In a letter for the request for information that the CFPB completed earlier this year, CFSI laid out broad principles it hopes will become industry standard: availability of data on third-party applications in a timely and reliable manner, with permission of the customer, and sharing only the minimum data necessary. A similar model is already being tried in the European Union, where a 2015 rule that will fully phase in next year mandates that banks and other payment services providers like Venmo and PayPal grant the means for secured access, authorized by customers, for transaction history and account balances. They’re required to provide it through APIs, a form of online interface that allows for controlled sharing of information, and avoids less-secure mechanisms like scraping.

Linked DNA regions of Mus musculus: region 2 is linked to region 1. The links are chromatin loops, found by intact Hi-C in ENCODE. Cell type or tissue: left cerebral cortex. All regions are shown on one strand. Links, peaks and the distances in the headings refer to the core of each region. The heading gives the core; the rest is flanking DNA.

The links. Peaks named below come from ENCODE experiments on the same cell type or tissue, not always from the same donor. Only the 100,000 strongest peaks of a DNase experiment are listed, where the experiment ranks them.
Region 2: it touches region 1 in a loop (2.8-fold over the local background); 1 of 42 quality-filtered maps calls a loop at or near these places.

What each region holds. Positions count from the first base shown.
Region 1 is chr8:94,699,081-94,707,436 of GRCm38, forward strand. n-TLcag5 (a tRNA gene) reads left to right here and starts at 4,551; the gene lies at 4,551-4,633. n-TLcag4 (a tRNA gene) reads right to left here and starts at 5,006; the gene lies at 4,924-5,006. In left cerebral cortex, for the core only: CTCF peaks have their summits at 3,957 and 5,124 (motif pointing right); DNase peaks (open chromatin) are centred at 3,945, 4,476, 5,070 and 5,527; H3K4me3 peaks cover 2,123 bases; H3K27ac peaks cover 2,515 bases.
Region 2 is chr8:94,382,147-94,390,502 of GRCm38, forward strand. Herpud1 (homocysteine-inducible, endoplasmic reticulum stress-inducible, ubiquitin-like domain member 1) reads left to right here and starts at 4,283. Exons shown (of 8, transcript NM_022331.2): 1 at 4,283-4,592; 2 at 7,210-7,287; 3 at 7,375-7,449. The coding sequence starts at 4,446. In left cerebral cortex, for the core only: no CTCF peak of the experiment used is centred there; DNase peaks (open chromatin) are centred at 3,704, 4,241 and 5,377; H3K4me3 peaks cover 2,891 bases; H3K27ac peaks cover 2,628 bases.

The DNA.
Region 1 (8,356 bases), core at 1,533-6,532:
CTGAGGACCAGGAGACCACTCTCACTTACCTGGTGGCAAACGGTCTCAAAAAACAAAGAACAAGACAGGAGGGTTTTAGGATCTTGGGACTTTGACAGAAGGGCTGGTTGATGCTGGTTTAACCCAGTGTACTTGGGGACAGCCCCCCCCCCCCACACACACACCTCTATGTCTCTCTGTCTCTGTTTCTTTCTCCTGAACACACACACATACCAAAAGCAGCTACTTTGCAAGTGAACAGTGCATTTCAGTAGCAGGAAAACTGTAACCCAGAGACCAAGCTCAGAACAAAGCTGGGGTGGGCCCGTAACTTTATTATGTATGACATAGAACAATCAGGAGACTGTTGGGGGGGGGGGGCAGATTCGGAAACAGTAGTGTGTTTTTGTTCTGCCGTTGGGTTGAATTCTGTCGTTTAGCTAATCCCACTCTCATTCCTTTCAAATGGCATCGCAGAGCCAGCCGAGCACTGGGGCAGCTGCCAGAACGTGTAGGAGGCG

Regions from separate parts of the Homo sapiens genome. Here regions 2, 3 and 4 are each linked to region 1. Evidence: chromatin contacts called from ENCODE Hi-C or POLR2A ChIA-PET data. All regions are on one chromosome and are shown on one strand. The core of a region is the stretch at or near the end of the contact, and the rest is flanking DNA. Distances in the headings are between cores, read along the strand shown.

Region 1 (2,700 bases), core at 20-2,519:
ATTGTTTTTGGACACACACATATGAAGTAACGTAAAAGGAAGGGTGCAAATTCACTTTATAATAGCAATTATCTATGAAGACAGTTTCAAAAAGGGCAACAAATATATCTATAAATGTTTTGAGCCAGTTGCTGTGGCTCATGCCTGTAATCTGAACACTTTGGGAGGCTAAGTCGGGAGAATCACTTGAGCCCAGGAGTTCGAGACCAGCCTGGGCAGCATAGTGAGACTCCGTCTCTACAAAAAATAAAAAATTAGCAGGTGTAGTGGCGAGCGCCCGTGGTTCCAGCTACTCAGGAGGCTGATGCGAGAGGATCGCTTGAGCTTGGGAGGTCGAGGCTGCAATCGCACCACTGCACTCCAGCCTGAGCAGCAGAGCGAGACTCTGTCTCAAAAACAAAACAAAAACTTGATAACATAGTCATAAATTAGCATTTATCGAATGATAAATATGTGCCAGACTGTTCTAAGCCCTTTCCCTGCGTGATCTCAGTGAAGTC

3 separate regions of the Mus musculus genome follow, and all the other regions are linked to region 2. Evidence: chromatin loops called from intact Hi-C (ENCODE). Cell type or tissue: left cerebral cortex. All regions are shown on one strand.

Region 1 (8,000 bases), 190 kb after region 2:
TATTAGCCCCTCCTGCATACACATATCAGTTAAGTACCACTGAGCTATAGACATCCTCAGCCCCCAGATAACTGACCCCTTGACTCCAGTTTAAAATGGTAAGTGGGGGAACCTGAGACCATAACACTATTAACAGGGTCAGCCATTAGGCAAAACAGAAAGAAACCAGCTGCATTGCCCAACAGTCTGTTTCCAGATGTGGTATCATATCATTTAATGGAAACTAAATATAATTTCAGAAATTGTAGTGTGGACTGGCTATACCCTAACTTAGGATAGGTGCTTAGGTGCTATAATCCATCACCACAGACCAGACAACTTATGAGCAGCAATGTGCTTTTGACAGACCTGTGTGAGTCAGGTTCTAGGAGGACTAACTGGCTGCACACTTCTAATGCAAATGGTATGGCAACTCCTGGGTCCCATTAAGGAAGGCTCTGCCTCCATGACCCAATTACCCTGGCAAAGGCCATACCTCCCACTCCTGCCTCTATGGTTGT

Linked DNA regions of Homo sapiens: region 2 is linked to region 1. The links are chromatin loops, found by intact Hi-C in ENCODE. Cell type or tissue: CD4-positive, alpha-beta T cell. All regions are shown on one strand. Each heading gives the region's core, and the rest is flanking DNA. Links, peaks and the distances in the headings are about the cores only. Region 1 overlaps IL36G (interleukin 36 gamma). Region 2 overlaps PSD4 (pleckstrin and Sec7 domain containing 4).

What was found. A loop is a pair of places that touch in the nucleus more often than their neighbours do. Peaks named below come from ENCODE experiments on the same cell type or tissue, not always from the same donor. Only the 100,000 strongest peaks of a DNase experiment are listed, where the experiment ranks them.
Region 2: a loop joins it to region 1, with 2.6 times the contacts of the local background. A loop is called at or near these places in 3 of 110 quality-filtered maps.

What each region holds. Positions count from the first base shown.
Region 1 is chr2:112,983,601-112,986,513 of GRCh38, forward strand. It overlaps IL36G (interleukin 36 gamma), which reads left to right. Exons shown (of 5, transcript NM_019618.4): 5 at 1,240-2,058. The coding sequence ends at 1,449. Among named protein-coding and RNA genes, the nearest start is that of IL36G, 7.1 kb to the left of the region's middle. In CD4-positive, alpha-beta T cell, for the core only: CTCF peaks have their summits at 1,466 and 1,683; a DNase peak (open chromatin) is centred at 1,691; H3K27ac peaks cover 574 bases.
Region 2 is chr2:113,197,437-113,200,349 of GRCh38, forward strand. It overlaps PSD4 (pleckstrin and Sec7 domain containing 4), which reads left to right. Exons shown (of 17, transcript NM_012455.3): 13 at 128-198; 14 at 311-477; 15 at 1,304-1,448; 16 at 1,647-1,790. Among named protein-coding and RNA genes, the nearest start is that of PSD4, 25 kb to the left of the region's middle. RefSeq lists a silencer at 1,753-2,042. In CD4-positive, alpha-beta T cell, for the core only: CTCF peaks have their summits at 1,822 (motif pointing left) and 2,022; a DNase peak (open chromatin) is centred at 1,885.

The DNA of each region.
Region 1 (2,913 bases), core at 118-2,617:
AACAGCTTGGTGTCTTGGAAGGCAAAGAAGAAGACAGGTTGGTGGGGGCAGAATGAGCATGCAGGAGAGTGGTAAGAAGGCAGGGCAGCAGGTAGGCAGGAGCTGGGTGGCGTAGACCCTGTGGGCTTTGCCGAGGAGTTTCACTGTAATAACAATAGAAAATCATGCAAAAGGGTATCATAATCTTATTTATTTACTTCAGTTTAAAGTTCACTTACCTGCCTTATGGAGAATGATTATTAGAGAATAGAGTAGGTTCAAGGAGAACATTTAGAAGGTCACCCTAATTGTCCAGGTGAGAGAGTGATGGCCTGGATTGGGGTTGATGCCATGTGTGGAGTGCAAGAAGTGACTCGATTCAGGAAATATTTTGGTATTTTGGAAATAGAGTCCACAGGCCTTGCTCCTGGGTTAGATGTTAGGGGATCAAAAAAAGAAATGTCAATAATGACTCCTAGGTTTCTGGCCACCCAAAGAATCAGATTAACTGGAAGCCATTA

“What is happening there is something we point to as a positive,” says Brian Peters, executive director of FIN.
Many of the new financial firms and banks say they’d prefer to work out a standard on their own rather than by government mandate, and to an extent that’s already underway. JPMorgan and Wells Fargo, both of which had restricted or cut off access to account information to third-party firms, have started to reach individual deals. JPMorgan announced an agreement with Mint, which software firm Intuit owns, and for access to JPMorgan accounts for its applications like QuickBooks and TurboTax. Wells Fargo announced a similar deal with Xero, a New Zealand company that provides accounting software for businesses. But the consumer advocate Mierzwinski is skeptical of industry-driven approaches: If companies set the standard themselves, he says, it “will ultimately prove to be the least common denominator.”